The relationship between American children and television had has many twists and turns. The Spring issue of the Journal of the History of Childhood and Youth features an essay by Colin Ackerman, a Research Associate for the Collaborative for Academic, Social, and Emotional Learning (CASEL), on the regulatory efforts of the federal government over children's television programming over the past 75 years.
Ackerman joined us for a Q&A about "Public or Private Interest?: The History and Impacts of Children’s Television Public Policy in the United States, 1934 to Present."How did you develop this essay for the journal?
This essay developed out of a general curiosity about the FCC. As I began my graduate studies, I had a broad curiosity relating to the intersection of mass media and children. This curiosity quickly brought me to children's television and the FCC was a consistent presence in the literature I was reading. I observed the FCC was frequently maligned as ineffectual; however, there was little discussion on what factors led to it being viewed as ineffective. There were various discourses relating to the failure of the FCC when it comes to children's television. With this essay, I sought to bring those discourses into conversation with one another into a cohesive claim.
The United States was founded on the ideal of economic liberty (among other liberties); therefore, capitalism is tightly woven into the DNA of American society. Due to this, private interests had a seat at the table into developing children's television from the start. Since the FCC had inadequate mechanisms to balance the private interests of industry and the public interest of educating youth, children's television is largely driven by an economic motor. This has created an environment where all children's entertainment must be approached with a critical lens as it has the potential to prime youth to rationalize values of consumerism without a democratic counterweight.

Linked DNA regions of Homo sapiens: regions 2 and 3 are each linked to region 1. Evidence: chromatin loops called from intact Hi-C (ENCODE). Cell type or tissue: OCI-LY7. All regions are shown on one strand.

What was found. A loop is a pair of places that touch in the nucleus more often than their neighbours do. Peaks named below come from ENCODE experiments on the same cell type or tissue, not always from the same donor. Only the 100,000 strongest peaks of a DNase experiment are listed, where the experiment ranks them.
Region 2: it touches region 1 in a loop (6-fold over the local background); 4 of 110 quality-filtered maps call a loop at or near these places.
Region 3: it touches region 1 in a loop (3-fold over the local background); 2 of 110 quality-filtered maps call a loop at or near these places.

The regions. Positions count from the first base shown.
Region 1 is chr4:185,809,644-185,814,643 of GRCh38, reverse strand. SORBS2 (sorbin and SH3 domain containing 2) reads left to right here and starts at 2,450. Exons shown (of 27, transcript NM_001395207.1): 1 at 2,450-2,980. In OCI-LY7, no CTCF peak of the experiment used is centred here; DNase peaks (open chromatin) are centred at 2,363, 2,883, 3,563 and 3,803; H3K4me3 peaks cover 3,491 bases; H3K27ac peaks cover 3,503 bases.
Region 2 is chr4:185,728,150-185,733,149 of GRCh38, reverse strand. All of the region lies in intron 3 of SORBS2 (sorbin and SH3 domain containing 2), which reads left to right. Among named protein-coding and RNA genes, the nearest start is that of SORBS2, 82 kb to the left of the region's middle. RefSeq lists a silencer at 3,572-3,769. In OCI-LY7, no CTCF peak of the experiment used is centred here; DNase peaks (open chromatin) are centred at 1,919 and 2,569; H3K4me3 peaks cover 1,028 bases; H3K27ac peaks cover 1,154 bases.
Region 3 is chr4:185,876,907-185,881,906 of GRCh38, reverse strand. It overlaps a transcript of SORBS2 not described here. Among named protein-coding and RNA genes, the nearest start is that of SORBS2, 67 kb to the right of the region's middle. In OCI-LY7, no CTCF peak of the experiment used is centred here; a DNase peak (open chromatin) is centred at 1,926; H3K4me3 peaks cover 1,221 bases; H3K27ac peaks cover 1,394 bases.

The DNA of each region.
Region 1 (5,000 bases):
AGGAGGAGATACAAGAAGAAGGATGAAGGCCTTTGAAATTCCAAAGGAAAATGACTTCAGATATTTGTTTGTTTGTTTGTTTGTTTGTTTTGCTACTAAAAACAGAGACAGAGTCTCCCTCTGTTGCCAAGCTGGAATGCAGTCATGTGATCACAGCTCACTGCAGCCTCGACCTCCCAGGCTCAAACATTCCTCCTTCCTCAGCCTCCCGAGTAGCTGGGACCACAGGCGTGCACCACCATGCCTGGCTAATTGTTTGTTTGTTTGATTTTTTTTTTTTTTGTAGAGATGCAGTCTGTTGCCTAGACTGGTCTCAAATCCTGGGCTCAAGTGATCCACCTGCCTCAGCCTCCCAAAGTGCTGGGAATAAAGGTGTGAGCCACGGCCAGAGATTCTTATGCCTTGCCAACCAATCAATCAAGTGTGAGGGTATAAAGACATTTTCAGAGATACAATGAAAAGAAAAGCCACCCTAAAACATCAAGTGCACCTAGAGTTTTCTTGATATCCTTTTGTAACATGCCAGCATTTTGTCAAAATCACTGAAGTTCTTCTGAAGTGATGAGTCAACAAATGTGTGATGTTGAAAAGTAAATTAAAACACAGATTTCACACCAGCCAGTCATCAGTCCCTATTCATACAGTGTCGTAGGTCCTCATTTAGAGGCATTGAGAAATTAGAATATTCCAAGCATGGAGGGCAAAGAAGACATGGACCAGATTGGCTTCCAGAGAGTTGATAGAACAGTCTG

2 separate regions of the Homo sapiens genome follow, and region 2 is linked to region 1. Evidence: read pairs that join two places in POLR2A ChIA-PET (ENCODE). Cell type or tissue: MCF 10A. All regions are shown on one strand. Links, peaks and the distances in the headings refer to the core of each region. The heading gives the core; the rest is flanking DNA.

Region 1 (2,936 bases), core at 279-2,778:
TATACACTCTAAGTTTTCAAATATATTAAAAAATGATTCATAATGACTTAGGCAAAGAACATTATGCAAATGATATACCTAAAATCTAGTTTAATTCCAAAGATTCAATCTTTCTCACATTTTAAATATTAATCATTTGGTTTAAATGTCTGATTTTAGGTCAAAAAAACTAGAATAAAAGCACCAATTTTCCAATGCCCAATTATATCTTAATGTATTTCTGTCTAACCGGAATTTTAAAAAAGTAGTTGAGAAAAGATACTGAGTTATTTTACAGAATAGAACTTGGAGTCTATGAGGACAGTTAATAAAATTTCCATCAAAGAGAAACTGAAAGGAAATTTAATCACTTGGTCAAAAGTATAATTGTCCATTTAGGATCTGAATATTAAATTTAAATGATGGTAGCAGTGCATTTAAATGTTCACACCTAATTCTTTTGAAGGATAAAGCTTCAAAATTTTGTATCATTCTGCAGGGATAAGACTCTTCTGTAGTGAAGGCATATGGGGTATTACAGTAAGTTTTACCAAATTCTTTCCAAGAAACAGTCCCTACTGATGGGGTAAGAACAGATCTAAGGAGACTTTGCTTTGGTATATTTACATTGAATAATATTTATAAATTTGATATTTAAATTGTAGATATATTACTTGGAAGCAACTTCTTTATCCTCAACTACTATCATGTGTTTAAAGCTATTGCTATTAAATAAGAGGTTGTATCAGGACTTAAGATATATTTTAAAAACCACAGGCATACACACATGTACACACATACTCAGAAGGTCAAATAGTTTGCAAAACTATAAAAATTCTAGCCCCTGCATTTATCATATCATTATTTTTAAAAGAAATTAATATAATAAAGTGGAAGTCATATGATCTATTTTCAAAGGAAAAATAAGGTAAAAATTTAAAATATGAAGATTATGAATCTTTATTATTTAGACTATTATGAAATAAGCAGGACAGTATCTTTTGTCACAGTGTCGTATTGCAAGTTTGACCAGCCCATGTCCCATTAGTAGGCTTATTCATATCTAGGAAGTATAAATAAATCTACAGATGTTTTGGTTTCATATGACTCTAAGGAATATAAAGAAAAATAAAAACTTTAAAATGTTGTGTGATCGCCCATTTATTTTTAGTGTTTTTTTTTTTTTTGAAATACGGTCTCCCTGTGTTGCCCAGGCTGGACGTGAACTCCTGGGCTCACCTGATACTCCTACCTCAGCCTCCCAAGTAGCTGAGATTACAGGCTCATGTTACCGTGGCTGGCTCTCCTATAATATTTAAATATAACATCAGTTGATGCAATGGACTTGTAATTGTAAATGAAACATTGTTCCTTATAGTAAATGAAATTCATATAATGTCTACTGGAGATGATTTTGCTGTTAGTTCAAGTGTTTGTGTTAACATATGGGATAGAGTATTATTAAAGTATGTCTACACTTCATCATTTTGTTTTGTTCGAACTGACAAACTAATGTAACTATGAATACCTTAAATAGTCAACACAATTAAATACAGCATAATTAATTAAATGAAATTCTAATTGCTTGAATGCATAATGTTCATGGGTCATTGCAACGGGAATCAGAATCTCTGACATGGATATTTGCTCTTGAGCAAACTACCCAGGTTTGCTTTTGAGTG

How has the growth of programming options in recent years changed things for children's television programming?
The massive shift in children's television has less to do with the number of options and more to do with the medium through which that programming is consumed. As media ecologist Marshall McLuhan famously said, "The medium is the message." Watching children's television through a tablet while your parents eat dinner at a restaurant is a starkly different experience than viewing it through a television in your home. Now that children's television is more portable, I think it makes it more personal to youth. This is not necessarily a bad thing, but if left unchecked I worry about children's television having an increasing impact on the formation of a youth's self-image and identity.
I hope this essay prompts inquiry into the role of federal policy and non-television digital content aimed at children (such as websites like clubpenguin.com or interactive apps). Digital media and technology have transformed and will continue to transform how we as human's act and interact in the social world. There needs to be work done examing and appraising the actions of the federal government, because just as the FCC presented a specter of regulation over television in the 20th century I fear similar actions or agencies will be seen as substantive, only to be realized as hollow.
What made JHCY the best outlet for your essay?
The JCHY was an excellent outlet because I was looking to frame the FCC ineffectiveness through a historical lens. My background is in the Media Studies field, which unfortunately can sometimes make statements from an ahistorical perspective (particularly when discussing popular culture). My aim was to historicize the FCC in two ways: through the experience of youth and through the policy actions behind the scenes. Due to this, I ventured outside the journals familiar to my discipline to put my thoughts in a new intellectual space—the mission of the JHCY aligned with my values and has turned out to be an excellent home for this work.